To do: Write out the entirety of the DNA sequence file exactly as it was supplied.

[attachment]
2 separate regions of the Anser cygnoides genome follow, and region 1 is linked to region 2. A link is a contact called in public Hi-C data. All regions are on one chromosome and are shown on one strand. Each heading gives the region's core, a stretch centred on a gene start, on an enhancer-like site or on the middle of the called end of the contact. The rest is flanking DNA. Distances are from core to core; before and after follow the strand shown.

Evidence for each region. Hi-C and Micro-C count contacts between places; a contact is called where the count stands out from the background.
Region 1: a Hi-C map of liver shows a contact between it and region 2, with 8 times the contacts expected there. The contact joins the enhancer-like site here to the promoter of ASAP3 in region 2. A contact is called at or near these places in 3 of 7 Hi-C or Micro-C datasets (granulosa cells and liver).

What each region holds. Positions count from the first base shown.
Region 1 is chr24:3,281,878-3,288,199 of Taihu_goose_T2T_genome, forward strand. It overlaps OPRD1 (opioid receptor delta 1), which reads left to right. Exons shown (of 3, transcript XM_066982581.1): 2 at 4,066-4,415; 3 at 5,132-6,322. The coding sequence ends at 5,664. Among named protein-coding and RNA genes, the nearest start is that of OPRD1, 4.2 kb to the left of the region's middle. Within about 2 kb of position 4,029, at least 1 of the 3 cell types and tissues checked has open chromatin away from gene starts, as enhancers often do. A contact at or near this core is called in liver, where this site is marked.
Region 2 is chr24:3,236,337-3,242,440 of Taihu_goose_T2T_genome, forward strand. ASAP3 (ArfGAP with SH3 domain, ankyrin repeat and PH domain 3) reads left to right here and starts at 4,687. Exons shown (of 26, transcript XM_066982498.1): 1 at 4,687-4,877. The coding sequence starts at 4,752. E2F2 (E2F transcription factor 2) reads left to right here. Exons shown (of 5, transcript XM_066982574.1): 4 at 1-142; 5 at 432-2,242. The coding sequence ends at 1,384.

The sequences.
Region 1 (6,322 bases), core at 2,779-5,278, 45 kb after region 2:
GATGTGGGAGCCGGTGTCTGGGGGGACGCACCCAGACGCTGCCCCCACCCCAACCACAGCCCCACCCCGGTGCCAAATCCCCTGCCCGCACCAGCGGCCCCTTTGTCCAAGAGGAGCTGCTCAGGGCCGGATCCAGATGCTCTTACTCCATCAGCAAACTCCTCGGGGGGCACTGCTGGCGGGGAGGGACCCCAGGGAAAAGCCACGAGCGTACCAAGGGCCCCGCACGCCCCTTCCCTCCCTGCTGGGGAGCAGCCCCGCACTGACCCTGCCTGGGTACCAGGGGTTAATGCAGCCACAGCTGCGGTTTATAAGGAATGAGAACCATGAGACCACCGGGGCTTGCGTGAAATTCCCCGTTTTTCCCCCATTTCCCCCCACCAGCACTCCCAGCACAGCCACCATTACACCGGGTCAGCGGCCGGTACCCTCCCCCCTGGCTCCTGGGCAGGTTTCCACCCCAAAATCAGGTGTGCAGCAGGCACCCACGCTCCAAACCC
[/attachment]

2 separate regions of the Anser cygnoides genome follow, and region 1 is linked to region 2. A link is a contact called in public Hi-C data. All regions are on one chromosome and are shown on one strand. Each heading gives the region's core, a stretch centred on a gene start, on an enhancer-like site or on the middle of the called end of the contact. The rest is flanking DNA. Distances are from core to core; before and after follow the strand shown.

Evidence for each region. Hi-C and Micro-C count contacts between places; a contact is called where the count stands out from the background.
Region 1: a Hi-C map of liver shows a contact between it and region 2, with 8 times the contacts expected there. The contact joins the enhancer-like site here to the promoter of ASAP3 in region 2. A contact is called at or near these places in 3 of 7 Hi-C or Micro-C datasets (granulosa cells and liver).

What each region holds. Positions count from the first base shown.
Region 1 is chr24:3,281,878-3,288,199 of Taihu_goose_T2T_genome, forward strand. It overlaps OPRD1 (opioid receptor delta 1), which reads left to right. Exons shown (of 3, transcript XM_066982581.1): 2 at 4,066-4,415; 3 at 5,132-6,322. The coding sequence ends at 5,664. Among named protein-coding and RNA genes, the nearest start is that of OPRD1, 4.2 kb to the left of the region's middle. Within about 2 kb of position 4,029, at least 1 of the 3 cell types and tissues checked has open chromatin away from gene starts, as enhancers often do. A contact at or near this core is called in liver, where this site is marked.
Region 2 is chr24:3,236,337-3,242,440 of Taihu_goose_T2T_genome, forward strand. ASAP3 (ArfGAP with SH3 domain, ankyrin repeat and PH domain 3) reads left to right here and starts at 4,687. Exons shown (of 26, transcript XM_066982498.1): 1 at 4,687-4,877. The coding sequence starts at 4,752. E2F2 (E2F transcription factor 2) reads left to right here. Exons shown (of 5, transcript XM_066982574.1): 4 at 1-142; 5 at 432-2,242. The coding sequence ends at 1,384.

The sequences.
Region 1 (6,322 bases), core at 2,779-5,278, 45 kb after region 2:
GATGTGGGAGCCGGTGTCTGGGGGGACGCACCCAGACGCTGCCCCCACCCCAACCACAGCCCCACCCCGGTGCCAAATCCCCTGCCCGCACCAGCGGCCCCTTTGTCCAAGAGGAGCTGCTCAGGGCCGGATCCAGATGCTCTTACTCCATCAGCAAACTCCTCGGGGGGCACTGCTGGCGGGGAGGGACCCCAGGGAAAAGCCACGAGCGTACCAAGGGCCCCGCACGCCCCTTCCCTCCCTGCTGGGGAGCAGCCCCGCACTGACCCTGCCTGGGTACCAGGGGTTAATGCAGCCACAGCTGCGGTTTATAAGGAATGAGAACCATGAGACCACCGGGGCTTGCGTGAAATTCCCCGTTTTTCCCCCATTTCCCCCCACCAGCACTCCCAGCACAGCCACCATTACACCGGGTCAGCGGCCGGTACCCTCCCCCCTGGCTCCTGGGCAGGTTTCCACCCCAAAATCAGGTGTGCAGCAGGCACCCACGCTCCAAACCC